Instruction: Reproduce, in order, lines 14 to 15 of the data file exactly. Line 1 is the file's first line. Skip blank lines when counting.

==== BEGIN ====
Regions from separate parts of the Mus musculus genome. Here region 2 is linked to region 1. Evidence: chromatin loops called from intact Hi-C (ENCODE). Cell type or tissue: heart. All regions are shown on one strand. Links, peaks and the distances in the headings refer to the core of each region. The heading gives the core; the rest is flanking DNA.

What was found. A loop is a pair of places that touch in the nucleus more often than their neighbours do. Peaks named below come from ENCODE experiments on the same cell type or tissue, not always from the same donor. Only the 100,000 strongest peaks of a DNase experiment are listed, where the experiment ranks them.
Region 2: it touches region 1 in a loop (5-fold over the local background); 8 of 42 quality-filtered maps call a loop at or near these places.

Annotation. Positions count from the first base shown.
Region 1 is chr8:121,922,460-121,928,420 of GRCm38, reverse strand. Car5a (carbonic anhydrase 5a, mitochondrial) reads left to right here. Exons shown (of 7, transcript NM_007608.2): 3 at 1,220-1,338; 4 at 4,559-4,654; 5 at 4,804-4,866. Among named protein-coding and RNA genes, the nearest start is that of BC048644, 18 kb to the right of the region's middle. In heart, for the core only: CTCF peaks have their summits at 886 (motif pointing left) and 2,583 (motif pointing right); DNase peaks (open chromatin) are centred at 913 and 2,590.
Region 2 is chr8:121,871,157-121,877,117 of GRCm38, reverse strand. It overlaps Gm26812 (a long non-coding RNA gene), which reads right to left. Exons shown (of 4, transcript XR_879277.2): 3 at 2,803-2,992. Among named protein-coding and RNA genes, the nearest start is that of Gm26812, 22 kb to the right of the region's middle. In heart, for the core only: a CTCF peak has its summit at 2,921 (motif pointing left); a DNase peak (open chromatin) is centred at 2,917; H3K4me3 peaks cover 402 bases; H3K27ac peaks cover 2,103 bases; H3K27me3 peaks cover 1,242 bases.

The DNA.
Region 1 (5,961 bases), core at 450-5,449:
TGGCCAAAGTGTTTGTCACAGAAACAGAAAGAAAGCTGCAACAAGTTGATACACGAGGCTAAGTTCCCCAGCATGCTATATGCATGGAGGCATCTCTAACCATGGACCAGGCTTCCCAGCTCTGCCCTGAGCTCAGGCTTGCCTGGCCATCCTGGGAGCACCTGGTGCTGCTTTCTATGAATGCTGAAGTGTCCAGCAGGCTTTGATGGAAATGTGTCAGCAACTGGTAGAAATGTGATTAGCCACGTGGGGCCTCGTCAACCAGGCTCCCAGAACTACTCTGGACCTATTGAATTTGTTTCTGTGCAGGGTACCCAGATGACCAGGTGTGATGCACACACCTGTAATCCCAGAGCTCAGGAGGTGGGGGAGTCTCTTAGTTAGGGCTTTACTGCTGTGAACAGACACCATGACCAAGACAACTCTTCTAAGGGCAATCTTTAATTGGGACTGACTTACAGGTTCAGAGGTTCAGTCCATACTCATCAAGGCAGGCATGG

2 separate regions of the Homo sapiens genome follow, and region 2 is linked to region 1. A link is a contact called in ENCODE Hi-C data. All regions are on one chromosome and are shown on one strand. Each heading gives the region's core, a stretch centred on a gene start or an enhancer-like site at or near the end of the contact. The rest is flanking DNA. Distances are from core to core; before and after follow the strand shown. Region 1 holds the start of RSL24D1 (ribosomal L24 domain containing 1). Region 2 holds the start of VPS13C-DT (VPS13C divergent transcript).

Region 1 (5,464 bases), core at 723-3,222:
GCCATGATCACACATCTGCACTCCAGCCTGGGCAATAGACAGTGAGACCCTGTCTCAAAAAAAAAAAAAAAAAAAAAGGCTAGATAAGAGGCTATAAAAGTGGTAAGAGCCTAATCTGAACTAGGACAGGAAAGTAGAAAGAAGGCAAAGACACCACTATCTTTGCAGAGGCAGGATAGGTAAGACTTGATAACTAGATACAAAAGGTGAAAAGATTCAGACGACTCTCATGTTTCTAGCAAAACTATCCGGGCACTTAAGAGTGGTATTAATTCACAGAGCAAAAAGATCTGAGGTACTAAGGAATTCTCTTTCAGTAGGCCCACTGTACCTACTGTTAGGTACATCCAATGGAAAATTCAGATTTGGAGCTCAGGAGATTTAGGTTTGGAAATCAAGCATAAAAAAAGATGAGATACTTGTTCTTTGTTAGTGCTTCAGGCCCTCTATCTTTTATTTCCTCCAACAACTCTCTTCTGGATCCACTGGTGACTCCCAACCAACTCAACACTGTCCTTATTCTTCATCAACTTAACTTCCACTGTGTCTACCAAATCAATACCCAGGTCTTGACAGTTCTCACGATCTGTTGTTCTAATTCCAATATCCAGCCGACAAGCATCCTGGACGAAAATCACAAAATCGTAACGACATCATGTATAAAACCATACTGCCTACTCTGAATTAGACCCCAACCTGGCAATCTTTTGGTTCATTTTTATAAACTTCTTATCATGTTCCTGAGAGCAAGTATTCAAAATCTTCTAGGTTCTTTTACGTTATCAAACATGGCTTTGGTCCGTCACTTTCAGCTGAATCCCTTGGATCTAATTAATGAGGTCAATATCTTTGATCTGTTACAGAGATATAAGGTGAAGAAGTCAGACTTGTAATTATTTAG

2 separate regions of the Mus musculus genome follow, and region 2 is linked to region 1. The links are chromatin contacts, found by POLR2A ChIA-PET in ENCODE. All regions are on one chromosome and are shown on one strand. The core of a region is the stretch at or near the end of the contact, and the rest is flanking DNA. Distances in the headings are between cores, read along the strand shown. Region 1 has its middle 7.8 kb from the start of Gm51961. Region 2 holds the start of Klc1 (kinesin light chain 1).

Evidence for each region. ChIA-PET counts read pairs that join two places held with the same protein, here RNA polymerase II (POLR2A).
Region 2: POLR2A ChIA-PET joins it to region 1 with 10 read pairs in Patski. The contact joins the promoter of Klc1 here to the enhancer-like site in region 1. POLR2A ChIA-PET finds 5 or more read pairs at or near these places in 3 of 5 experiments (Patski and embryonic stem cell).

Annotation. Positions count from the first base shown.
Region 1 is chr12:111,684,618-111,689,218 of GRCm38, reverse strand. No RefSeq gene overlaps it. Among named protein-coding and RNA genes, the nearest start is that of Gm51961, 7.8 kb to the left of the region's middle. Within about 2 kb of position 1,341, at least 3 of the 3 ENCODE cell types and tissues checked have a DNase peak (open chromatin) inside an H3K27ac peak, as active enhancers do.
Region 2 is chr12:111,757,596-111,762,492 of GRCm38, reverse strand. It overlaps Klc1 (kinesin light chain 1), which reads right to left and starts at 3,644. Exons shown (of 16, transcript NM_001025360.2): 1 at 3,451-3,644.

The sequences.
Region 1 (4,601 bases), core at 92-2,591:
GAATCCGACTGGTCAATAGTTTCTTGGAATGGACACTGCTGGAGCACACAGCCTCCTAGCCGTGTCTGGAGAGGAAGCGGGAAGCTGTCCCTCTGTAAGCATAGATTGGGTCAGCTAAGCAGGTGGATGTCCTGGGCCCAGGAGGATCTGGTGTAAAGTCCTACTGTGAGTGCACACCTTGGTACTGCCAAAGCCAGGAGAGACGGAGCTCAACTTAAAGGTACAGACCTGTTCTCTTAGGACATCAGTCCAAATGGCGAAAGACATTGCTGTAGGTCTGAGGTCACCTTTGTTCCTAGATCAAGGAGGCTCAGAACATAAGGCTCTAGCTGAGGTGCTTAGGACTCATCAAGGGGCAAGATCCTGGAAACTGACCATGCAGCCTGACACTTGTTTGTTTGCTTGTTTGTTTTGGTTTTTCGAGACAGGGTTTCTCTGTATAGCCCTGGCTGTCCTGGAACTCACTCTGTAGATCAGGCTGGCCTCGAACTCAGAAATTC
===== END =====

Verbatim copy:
Evidence for each region. ChIA-PET counts read pairs that join two places held with the same protein, here RNA polymerase II (POLR2A).
Region 2: POLR2A ChIA-PET joins it to region 1 with 10 read pairs in Patski. The contact joins the promoter of Klc1 here to the enhancer-like site in region 1. POLR2A ChIA-PET finds 5 or more read pairs at or near these places in 3 of 5 experiments (Patski and embryonic stem cell).